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dc.contributor.advisorCook, James L. (James Lee), 1965-eng
dc.contributor.authorLuther, Jill K. (Jill Kristine)eng
dc.date.issued2010eng
dc.date.submitted2010 Springeng
dc.descriptionThe entire dissertation/thesis text is included in the research.pdf file; the official abstract appears in the short.pdf file (which also appears in the research.pdf); a non-technical general description, or public abstract, appears in the public.pdf file.eng
dc.descriptionTitle from PDF of title page (University of Missouri--Columbia, viewed on July 13, 2010).eng
dc.descriptionIncludes bibliographical references.eng
dc.descriptionThesis advisor: James L. Cookeng
dc.description"May 2010"eng
dc.descriptionM.S. University of Missouri-Columbia 2010.eng
dc.descriptionDissertations, Academic -- University of Missouri--Columbia -- Veterinary biomedical sciences.eng
dc.description.abstractMeniscal injury is one of the most common causes of pain and dysfunction in the human knee and canine stifle joint. In the canine patient, meniscal injury is usually secondary to cranial cruciate ligament rupture, and the resulting instability in the joint. Despite the prevalence of meniscal disease, the literature contains relatively few reports addressing mechanisms of disease for cranial cruciate ligament-associated meniscal injury. Diagnosis of meniscal tears can be challenging based on clinical signs and history alone, and diagnostic tests to confirm tearing can be expensive, invasive, and unavailable in some areas. Additionally, controversy remains regarding standard of care for treatment of the canine meniscus. Therefore, our overall line of research was to comprehensively characterize canine meniscal pathology with focus on three areas: 1) comparison of clinical and bench top measures of meniscal pathology in early meniscal disease, 2) comparison of diagnostic modalities for pathology of the caudal portion of the medial meniscus, and 3) investigation of the effects of a commonly utilized treatment of the medial meniscus.eng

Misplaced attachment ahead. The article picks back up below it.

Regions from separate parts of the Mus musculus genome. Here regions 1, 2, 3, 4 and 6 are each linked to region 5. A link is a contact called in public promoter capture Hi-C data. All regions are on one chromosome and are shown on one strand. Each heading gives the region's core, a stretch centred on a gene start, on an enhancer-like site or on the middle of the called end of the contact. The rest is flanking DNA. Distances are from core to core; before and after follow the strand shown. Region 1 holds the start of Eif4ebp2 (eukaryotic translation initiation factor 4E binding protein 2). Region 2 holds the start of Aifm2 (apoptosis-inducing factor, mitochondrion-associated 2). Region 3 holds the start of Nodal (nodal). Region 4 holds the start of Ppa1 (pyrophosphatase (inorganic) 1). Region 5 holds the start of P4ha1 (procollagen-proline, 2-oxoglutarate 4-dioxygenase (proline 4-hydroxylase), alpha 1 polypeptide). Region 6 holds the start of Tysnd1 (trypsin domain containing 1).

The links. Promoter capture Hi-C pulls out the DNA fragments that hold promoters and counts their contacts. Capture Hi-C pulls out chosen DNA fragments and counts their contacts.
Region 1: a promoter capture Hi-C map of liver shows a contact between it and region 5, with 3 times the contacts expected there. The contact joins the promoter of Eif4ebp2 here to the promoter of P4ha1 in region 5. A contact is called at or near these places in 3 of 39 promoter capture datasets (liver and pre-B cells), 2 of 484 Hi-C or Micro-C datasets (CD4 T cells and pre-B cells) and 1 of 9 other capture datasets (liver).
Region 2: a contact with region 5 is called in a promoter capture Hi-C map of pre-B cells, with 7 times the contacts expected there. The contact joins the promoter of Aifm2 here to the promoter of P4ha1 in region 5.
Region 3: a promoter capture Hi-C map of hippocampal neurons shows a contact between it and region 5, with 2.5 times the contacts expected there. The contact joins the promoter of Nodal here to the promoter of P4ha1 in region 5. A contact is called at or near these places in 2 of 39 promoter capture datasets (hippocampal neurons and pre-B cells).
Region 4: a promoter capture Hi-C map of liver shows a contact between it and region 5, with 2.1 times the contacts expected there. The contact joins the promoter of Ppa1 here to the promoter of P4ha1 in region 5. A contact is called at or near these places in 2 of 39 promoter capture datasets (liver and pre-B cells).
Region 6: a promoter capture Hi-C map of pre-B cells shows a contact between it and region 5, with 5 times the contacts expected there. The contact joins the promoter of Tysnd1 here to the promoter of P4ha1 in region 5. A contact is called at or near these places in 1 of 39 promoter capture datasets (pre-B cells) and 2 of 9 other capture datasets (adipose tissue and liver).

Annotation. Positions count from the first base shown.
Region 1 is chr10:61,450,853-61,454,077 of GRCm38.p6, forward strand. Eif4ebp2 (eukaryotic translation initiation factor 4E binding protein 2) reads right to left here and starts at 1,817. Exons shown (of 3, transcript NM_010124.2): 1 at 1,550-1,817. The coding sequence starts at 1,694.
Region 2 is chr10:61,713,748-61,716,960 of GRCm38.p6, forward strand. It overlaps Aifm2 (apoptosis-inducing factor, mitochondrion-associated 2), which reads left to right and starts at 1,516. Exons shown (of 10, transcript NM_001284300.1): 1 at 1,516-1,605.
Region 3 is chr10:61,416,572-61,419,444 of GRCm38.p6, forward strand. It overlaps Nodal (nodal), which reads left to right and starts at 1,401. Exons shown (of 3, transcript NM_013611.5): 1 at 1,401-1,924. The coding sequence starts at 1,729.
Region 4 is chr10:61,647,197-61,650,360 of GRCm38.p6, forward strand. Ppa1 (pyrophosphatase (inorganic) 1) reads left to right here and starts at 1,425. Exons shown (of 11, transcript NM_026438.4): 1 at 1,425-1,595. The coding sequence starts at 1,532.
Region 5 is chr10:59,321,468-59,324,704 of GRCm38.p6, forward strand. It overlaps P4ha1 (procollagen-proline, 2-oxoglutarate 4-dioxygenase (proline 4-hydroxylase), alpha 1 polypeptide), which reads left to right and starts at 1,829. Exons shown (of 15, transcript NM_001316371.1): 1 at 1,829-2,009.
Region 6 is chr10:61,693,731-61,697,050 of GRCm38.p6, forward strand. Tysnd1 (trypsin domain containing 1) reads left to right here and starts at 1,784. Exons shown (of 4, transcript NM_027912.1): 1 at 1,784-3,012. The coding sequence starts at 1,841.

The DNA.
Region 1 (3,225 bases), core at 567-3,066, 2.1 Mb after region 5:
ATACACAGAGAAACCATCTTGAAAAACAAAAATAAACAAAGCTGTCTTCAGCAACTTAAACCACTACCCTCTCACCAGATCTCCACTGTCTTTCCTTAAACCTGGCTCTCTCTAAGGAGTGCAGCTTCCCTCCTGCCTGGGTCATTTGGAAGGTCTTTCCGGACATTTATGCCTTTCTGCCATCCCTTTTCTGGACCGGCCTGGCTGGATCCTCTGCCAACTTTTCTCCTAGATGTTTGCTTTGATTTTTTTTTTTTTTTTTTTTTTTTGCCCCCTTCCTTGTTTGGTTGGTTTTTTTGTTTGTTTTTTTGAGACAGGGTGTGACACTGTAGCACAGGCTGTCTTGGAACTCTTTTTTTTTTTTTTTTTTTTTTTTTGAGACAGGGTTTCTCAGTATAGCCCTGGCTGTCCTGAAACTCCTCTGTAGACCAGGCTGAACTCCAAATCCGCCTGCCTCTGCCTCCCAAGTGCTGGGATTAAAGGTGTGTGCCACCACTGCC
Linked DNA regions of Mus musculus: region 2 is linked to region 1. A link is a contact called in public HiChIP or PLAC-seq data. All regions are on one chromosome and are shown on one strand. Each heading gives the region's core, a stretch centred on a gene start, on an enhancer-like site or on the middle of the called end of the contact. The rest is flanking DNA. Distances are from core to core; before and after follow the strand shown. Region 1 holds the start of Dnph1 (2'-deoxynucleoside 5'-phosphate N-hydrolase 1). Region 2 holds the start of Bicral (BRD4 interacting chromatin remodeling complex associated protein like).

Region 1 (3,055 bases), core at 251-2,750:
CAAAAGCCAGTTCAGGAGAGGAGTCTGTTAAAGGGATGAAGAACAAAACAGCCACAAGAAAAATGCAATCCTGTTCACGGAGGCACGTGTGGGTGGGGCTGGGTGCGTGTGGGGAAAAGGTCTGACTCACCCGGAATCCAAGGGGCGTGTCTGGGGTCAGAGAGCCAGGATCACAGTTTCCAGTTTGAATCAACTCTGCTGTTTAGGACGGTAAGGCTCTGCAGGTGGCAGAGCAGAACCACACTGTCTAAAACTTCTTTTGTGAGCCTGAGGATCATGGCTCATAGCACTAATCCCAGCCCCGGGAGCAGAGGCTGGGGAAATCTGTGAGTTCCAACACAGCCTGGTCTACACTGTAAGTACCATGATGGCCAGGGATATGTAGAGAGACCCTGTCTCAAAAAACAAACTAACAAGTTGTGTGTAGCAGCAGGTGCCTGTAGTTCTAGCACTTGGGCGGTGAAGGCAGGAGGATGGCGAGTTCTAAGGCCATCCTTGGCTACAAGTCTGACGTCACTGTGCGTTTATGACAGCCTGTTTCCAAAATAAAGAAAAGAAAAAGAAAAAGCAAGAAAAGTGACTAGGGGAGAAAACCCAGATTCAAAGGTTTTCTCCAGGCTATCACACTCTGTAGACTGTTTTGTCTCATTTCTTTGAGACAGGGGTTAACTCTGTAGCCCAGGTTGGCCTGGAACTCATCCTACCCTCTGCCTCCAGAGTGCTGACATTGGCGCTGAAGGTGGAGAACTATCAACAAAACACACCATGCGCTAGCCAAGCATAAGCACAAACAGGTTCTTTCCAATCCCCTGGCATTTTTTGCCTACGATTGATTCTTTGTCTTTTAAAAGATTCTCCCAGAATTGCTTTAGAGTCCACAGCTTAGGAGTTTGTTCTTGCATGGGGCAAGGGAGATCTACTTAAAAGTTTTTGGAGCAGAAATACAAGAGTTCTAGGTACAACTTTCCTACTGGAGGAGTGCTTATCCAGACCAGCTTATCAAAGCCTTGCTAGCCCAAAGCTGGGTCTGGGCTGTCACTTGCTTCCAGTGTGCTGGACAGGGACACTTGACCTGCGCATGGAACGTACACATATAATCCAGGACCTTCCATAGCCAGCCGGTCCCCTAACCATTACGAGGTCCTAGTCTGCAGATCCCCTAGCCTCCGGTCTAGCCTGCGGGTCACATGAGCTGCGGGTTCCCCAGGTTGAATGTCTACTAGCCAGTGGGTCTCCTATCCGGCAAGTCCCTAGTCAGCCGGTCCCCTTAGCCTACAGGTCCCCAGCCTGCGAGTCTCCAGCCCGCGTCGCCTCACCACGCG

dc.format.extentx, 97 pageseng
dc.identifier.merlinb77174616eng
dc.identifier.oclc647793080eng
dc.identifier.otherLutherJ-050610-T3946eng
dc.identifier.urihttp://hdl.handle.net/10355/8118eng
dc.languageEnglisheng
dc.publisherUniversity of Missouri--Columbiaeng
dc.relation.ispartof2010 Freely available theses (MU)eng
dc.relation.ispartofcommunityUniversity of Missouri-Columbia. Graduate School. Theses and Dissertations. Theses. 2010 Theseseng
dc.subject.lcshDogs -- Wounds and injurieseng
dc.subject.lcshDogs -- Diseaseseng
dc.subject.lcshMeniscus (Anatomy) -- Wounds and injuries -- Diagnosiseng
dc.subject.lcshMeniscus (Anatomy) -- Pathophysiologyeng
dc.titleComprehensive characterization of canine meniscal pathologyeng
dc.typeThesiseng
thesis.degree.disciplineVeterinary biomedical sciences (MU)eng
thesis.degree.grantorUniversity of Missouri--Columbiaeng
thesis.degree.levelMasterseng
thesis.degree.nameM.S.eng


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